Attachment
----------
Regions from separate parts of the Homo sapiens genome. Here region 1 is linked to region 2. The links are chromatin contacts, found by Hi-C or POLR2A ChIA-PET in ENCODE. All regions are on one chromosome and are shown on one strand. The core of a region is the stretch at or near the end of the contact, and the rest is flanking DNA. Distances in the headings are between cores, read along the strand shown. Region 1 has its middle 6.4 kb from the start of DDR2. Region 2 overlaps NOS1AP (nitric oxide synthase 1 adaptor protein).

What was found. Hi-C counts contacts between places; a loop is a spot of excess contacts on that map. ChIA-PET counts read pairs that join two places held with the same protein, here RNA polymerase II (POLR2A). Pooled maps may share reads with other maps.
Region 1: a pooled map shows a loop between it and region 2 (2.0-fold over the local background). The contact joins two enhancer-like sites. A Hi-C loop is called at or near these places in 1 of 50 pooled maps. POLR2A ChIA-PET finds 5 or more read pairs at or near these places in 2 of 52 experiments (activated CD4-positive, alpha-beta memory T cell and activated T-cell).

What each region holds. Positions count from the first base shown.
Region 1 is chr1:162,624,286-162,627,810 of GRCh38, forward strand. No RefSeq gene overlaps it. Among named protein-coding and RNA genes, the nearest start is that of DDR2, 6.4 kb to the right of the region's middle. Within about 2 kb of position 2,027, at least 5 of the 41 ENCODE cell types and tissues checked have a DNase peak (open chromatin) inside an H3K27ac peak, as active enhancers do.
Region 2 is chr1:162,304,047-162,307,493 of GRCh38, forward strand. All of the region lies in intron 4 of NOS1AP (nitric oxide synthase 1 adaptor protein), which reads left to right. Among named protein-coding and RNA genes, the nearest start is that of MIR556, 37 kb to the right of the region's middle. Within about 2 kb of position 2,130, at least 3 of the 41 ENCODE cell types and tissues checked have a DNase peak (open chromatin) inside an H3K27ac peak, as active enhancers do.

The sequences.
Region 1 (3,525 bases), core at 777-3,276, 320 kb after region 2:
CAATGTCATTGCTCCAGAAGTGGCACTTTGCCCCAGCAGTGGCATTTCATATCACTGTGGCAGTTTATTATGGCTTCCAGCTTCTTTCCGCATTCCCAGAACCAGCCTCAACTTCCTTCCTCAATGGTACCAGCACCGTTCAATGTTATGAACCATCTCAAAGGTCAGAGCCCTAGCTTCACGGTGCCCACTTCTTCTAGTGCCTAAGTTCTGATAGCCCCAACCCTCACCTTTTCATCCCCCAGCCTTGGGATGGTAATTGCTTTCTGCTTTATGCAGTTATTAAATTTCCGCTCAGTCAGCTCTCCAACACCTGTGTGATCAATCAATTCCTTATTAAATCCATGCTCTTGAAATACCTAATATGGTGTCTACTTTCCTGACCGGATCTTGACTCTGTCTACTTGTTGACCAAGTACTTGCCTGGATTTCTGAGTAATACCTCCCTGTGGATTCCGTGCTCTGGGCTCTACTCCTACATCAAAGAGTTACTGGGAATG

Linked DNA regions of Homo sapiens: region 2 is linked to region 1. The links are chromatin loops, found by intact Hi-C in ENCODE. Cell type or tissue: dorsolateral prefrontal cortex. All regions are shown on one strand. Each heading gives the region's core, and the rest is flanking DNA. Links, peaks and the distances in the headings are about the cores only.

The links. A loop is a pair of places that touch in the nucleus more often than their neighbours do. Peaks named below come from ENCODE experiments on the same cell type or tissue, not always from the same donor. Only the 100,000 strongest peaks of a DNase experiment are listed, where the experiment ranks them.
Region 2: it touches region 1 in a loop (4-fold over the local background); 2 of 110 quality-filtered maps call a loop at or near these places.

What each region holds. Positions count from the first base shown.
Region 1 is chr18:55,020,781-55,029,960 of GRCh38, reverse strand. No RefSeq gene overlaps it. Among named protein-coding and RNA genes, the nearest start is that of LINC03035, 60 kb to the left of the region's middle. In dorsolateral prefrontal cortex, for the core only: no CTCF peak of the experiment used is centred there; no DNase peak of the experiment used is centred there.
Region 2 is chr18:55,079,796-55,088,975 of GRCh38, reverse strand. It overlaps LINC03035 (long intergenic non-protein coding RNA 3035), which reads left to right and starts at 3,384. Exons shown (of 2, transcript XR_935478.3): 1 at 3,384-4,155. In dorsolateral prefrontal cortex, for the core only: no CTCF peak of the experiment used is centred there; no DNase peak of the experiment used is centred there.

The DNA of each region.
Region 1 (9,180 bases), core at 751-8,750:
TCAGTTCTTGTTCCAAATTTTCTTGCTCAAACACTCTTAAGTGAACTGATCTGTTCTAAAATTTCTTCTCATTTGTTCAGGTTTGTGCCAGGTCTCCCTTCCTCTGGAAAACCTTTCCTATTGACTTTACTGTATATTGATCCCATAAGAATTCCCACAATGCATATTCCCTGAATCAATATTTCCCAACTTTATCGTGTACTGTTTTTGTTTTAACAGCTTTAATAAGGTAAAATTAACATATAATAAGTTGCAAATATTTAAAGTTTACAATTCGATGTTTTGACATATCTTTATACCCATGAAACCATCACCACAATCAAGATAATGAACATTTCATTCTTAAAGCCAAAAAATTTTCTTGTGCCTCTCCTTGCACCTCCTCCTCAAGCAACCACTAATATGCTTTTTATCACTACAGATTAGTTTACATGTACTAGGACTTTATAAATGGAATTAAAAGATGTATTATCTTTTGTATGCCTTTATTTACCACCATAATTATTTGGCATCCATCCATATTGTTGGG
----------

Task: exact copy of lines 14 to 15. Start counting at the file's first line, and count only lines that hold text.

Region 1 is chr18:55,020,781-55,029,960 of GRCh38, reverse strand. No RefSeq gene overlaps it. Among named protein-coding and RNA genes, the nearest start is that of LINC03035, 60 kb to the left of the region's middle. In dorsolateral prefrontal cortex, for the core only: no CTCF peak of the experiment used is centred there; no DNase peak of the experiment used is centred there.
Region 2 is chr18:55,079,796-55,088,975 of GRCh38, reverse strand. It overlaps LINC03035 (long intergenic non-protein coding RNA 3035), which reads left to right and starts at 3,384. Exons shown (of 2, transcript XR_935478.3): 1 at 3,384-4,155. In dorsolateral prefrontal cortex, for the core only: no CTCF peak of the experiment used is centred there; no DNase peak of the experiment used is centred there.